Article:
A new study suggests that exposure to common germs during childhood may help fortify the immune system.
Exposing kids to nasty germs might actually toughen them up to diseases as grown-ups, mounting research suggests.
A new study suggests that higher levels of exposure to common everyday bacteria and microbes may play a helpful role in the development of the body's inflammatory systems, which plays a crucial role in the immune system's fight against infection.
"Inflammatory networks may need the same type of microbial exposures early in life that have been part of the human environment for all of our evolutionary history to function optimally in adulthood," said Thomas McDade, a professor of anthropology at Northwestern University and lead author of the study.
The investigation focused on how various early childhood environments affected levels of C-reactive protein (CRP), which rises in the blood because of inflammation. C-reactive protein is also considered by researchers to be a predictor of heart disease, independent of lipids, cholesterol and blood pressure, though the association has been disputed.
While earlier studies have been conducted in relatively affluent settings such as the United States, the researchers were interested in how C-reactive protein production differed in a country like the Philippines, a population with a high level of infectious diseases in early childhood, but low rates of obesity and cardiovascular diseases when compared to Western countries.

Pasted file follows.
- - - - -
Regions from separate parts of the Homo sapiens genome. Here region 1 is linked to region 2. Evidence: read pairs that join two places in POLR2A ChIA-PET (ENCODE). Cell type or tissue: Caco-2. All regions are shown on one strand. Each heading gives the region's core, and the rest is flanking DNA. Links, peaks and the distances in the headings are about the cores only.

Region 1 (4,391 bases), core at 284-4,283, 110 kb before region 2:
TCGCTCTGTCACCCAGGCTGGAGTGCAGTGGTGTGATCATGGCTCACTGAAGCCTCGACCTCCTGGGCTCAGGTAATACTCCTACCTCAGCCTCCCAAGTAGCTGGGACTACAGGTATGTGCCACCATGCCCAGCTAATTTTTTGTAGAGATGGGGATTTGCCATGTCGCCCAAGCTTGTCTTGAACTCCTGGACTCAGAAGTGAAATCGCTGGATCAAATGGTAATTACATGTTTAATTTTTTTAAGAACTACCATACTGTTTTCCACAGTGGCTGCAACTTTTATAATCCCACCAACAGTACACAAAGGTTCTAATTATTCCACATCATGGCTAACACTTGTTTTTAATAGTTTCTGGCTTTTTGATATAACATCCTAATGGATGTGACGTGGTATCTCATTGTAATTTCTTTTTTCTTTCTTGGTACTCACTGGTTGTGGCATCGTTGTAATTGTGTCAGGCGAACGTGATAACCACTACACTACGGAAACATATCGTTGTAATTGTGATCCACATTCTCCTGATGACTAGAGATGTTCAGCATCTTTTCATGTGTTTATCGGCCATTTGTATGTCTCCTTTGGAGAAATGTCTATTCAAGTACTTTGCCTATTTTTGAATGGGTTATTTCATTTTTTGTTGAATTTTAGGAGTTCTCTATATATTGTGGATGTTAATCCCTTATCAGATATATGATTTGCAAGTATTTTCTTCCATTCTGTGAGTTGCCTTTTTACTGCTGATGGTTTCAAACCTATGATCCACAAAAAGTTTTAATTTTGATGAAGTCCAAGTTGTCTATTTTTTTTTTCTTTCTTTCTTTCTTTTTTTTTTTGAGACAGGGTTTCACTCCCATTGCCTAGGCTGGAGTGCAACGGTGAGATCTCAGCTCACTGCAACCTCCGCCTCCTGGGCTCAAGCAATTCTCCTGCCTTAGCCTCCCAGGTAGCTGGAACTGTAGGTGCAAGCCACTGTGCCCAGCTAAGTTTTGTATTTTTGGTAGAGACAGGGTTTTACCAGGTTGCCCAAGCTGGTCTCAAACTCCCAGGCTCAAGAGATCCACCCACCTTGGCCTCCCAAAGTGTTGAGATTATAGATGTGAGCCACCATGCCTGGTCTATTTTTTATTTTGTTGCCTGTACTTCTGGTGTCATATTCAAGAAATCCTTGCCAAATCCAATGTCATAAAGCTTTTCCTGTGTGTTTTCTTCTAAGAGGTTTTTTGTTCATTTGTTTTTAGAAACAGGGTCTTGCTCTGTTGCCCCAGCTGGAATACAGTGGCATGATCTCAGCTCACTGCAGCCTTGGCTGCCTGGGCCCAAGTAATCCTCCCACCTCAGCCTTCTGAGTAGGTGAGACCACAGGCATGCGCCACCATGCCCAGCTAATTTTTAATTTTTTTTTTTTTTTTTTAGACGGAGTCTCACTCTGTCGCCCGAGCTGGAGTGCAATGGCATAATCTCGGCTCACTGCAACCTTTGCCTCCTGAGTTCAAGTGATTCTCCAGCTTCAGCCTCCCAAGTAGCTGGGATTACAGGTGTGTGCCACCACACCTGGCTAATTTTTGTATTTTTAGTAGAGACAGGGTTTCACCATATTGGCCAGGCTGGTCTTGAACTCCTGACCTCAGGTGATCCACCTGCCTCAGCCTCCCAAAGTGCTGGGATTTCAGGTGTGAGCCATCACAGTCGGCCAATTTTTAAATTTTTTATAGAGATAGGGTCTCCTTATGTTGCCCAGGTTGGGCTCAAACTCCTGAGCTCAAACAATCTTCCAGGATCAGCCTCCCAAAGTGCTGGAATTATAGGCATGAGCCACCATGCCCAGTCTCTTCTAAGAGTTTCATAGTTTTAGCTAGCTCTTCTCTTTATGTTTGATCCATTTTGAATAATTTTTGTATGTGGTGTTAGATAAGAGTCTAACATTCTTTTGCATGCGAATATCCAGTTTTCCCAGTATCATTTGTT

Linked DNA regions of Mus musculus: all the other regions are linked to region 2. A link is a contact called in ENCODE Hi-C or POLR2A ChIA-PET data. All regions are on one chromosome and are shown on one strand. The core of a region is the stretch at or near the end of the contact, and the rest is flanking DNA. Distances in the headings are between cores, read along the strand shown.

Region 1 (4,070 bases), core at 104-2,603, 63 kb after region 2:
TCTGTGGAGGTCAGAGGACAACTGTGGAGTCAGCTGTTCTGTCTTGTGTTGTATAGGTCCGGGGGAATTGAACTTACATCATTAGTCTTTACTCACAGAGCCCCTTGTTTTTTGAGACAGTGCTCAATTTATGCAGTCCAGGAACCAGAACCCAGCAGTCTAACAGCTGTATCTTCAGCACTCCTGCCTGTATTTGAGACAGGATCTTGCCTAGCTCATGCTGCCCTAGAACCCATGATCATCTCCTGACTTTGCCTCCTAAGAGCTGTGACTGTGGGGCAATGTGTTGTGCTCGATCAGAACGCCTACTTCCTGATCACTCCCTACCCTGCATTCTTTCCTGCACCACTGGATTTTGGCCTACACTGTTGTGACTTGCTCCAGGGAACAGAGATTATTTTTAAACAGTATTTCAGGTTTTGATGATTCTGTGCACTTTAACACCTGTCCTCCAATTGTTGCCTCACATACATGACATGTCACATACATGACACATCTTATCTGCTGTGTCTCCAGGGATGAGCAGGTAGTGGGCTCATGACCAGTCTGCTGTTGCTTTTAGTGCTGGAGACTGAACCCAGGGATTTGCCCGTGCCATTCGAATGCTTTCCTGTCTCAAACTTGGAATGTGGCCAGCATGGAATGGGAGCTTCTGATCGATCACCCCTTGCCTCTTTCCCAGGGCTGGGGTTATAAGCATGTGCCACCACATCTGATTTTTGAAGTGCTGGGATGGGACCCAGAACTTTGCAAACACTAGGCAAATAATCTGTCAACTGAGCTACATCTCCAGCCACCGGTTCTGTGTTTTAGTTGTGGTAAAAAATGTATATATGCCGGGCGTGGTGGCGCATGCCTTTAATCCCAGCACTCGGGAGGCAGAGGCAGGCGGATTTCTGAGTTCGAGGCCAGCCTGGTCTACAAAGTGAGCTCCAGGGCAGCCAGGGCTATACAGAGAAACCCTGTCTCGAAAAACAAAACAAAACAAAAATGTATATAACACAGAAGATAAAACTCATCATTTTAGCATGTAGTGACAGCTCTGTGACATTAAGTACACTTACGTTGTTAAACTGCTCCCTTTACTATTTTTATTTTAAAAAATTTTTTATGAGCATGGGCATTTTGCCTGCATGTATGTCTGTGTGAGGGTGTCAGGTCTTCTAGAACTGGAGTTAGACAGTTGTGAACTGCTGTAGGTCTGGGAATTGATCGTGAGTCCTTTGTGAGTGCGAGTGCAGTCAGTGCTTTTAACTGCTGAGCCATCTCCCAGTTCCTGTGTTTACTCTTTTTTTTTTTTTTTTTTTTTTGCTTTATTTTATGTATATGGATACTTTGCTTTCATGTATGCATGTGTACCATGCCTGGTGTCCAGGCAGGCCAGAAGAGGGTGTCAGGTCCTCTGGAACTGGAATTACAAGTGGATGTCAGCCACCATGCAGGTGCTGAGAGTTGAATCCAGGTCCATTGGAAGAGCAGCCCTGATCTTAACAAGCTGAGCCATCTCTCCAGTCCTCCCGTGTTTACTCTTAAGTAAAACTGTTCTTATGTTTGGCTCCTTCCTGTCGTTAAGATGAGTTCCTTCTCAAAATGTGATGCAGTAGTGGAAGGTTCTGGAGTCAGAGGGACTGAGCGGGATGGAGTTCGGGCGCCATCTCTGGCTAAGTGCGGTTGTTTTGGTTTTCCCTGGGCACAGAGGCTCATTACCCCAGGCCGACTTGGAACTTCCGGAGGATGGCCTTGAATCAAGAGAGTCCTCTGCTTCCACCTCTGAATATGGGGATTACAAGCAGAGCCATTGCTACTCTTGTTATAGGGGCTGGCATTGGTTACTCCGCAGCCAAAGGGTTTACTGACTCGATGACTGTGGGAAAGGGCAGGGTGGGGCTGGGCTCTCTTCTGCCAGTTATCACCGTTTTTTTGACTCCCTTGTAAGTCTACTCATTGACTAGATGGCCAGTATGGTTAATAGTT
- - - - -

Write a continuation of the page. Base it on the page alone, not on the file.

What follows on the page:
The researchers used data collected from a study that began in the early 1980s and tracked 3,327 Filipino mothers in the third trimester of pregnancy. The mothers were interviewed about childcare behaviors, and their homes were assessed in terms of hygiene (whether domestic animals roamed freely) and socioeconomic resources. Researchers also followed up with the children from such pregnancies every four or five years until the kids reached their early 20s.
Blood tests showed that C-reactive protein was at least 80 percent lower for study participants in the Philippines when they reached young adulthood, relative to their American counterparts, even though the Filipinos suffered from many more infectious diseases as infants and toddlers. CRP concentrations for Americans in their early 20s were on average around 1 to 1.5 milligram per liter, while Filipino participants in their early 20s had average CRP concentrations of 0.2 milligrams per liter — five to seven times lower than average CRP levels for Americans.
"Contrary to assumptions related to earlier studies, our research suggests that ultra-clean, ultra-hygienic environments early in life may contribute to higher levels of inflammation as an adult, which in turn increases risks for a wide range of diseases," said McDade. "In the U.S we have this idea that we need to protect infants and children from microbes and pathogens at all possible costs. But we may be depriving developing immune networks of important environmental input needed to guide their function throughout childhood and into adulthood."
The study will be published online on Dec. 9 in the journal Proceedings of the Royal Society B: Biological Sciences.